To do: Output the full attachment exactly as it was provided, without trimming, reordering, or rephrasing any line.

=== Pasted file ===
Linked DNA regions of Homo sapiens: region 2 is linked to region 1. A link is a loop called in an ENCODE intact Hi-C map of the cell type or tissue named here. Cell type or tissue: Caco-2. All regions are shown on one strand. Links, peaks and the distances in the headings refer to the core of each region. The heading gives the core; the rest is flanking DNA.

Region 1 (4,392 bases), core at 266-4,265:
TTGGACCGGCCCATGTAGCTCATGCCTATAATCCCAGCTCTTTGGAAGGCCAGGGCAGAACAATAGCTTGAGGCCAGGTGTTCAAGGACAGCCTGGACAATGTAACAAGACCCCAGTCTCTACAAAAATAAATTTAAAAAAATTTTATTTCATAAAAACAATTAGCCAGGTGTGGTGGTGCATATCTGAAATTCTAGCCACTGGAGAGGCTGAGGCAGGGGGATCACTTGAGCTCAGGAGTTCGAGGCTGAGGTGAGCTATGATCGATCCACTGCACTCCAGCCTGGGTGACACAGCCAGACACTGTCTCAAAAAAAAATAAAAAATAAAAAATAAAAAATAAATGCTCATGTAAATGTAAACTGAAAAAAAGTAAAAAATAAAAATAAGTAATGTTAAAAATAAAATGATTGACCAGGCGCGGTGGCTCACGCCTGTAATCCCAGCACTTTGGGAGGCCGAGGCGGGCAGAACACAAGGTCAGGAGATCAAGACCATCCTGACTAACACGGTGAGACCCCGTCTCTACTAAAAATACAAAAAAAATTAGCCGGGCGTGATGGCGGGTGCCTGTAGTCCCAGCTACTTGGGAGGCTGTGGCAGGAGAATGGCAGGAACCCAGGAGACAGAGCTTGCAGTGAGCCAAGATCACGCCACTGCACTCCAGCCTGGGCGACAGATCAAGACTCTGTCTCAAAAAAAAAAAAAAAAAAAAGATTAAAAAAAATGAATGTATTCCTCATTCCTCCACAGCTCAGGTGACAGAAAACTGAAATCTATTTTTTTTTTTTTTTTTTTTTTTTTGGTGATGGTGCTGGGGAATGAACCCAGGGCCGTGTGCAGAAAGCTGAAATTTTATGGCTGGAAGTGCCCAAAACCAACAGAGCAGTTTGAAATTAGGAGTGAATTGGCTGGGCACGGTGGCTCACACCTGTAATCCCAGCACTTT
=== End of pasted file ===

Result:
Linked DNA regions of Homo sapiens: region 2 is linked to region 1. A link is a loop called in an ENCODE intact Hi-C map of the cell type or tissue named here. Cell type or tissue: Caco-2. All regions are shown on one strand. Links, peaks and the distances in the headings refer to the core of each region. The heading gives the core; the rest is flanking DNA.

Region 1 (4,392 bases), core at 266-4,265:
TTGGACCGGCCCATGTAGCTCATGCCTATAATCCCAGCTCTTTGGAAGGCCAGGGCAGAACAATAGCTTGAGGCCAGGTGTTCAAGGACAGCCTGGACAATGTAACAAGACCCCAGTCTCTACAAAAATAAATTTAAAAAAATTTTATTTCATAAAAACAATTAGCCAGGTGTGGTGGTGCATATCTGAAATTCTAGCCACTGGAGAGGCTGAGGCAGGGGGATCACTTGAGCTCAGGAGTTCGAGGCTGAGGTGAGCTATGATCGATCCACTGCACTCCAGCCTGGGTGACACAGCCAGACACTGTCTCAAAAAAAAATAAAAAATAAAAAATAAAAAATAAATGCTCATGTAAATGTAAACTGAAAAAAAGTAAAAAATAAAAATAAGTAATGTTAAAAATAAAATGATTGACCAGGCGCGGTGGCTCACGCCTGTAATCCCAGCACTTTGGGAGGCCGAGGCGGGCAGAACACAAGGTCAGGAGATCAAGACCATCCTGACTAACACGGTGAGACCCCGTCTCTACTAAAAATACAAAAAAAATTAGCCGGGCGTGATGGCGGGTGCCTGTAGTCCCAGCTACTTGGGAGGCTGTGGCAGGAGAATGGCAGGAACCCAGGAGACAGAGCTTGCAGTGAGCCAAGATCACGCCACTGCACTCCAGCCTGGGCGACAGATCAAGACTCTGTCTCAAAAAAAAAAAAAAAAAAAAGATTAAAAAAAATGAATGTATTCCTCATTCCTCCACAGCTCAGGTGACAGAAAACTGAAATCTATTTTTTTTTTTTTTTTTTTTTTTTTGGTGATGGTGCTGGGGAATGAACCCAGGGCCGTGTGCAGAAAGCTGAAATTTTATGGCTGGAAGTGCCCAAAACCAACAGAGCAGTTTGAAATTAGGAGTGAATTGGCTGGGCACGGTGGCTCACACCTGTAATCCCAGCACTTT